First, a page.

My Lords, I have been involved for some time with the discussions about devolution for Yorkshire. I congratulate my noble friend and his ministerial colleagues on their patience and on their hard work with the local authorities and other interests to try to bring this about. Is it not correct that until there is consensus and a broad spread of support from cities and rural areas throughout Yorkshire, which we all know is a very fine brand, progress cannot be made? Is the Minister of the view that progress can be made if the greater Yorkshire model, which now appears to be subscribed to by most people, is progressed?

I am grateful to my noble friend, who knows what he is talking about in the context of Yorkshire as he has great experience. If a deal is to go forward, it will be on the basis that the existing deal, which the four constituent parts of the Sheffield City Region have subscribed to on many occasions, goes forward independently. If the other authorities—and it is for them to come together to determine this—wish to progress a greater Yorkshire deal, they can do so. If the authorities wished to combine thereafter—and that would be a matter for them—it would be possible for that to be discussed further down the line, but we have an existing deal, on which a great deal of time and energy has been expended locally and in both Houses of Parliament.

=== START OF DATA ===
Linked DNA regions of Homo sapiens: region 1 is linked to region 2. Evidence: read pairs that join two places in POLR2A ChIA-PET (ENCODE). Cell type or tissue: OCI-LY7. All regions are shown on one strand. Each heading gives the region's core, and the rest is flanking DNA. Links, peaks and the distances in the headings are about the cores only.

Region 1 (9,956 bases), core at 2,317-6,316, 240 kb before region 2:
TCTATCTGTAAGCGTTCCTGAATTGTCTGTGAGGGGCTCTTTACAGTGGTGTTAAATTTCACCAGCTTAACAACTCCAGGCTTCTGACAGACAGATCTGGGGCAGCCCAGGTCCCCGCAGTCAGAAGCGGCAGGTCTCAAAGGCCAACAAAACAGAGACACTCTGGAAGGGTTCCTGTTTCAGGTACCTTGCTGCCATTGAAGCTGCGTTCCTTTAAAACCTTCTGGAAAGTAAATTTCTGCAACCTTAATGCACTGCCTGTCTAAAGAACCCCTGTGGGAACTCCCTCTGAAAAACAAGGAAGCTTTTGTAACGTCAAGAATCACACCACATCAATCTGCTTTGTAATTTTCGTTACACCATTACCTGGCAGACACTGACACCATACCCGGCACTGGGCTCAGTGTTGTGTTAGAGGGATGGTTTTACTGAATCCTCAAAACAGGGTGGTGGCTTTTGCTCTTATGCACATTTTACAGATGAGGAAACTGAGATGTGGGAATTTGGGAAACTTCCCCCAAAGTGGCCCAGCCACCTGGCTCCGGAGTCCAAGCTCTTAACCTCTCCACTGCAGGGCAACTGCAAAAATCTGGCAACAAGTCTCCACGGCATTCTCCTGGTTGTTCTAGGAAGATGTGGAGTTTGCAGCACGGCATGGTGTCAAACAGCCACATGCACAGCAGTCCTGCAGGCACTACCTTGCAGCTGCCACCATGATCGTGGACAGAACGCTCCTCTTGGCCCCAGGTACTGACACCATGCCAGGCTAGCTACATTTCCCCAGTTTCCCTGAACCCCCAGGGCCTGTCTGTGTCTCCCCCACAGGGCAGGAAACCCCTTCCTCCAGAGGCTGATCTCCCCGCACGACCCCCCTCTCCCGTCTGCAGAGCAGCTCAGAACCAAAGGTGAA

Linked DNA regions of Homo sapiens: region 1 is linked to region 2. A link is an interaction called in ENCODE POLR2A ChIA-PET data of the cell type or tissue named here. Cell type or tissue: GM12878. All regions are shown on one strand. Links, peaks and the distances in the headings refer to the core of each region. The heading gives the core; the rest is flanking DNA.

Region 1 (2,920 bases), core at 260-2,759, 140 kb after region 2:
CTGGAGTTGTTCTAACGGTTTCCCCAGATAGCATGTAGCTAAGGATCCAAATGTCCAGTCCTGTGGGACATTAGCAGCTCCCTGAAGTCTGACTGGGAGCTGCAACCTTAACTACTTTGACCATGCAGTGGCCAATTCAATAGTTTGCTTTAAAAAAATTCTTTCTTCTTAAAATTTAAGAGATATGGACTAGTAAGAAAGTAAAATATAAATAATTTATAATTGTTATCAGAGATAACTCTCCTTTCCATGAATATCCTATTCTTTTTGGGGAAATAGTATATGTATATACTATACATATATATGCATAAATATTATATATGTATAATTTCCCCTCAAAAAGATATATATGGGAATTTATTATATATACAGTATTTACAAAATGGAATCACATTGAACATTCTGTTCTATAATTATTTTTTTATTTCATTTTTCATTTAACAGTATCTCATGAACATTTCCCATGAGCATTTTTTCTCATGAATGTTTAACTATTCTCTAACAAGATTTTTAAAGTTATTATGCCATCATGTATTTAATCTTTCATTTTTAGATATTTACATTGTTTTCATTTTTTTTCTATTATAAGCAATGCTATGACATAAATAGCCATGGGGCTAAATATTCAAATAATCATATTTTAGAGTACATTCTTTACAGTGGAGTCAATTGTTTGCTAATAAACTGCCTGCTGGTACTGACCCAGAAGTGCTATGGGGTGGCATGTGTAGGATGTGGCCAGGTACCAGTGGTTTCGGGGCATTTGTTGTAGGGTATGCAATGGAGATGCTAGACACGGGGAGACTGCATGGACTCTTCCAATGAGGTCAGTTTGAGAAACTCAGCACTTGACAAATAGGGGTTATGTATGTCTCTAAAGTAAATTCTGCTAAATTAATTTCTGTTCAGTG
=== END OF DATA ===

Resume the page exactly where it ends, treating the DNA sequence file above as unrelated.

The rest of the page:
My Lords, does the Minister recall the discussions he and I had when he was a Back-Bencher about the need for a constitutional convention to look at a comprehensive and coherent structure of devolution for England, which would be much better than the ad hoc arrangements that are taking place, or not taking place, across the country? Will he tell the House how he is using his now great powers within government to advance that idea?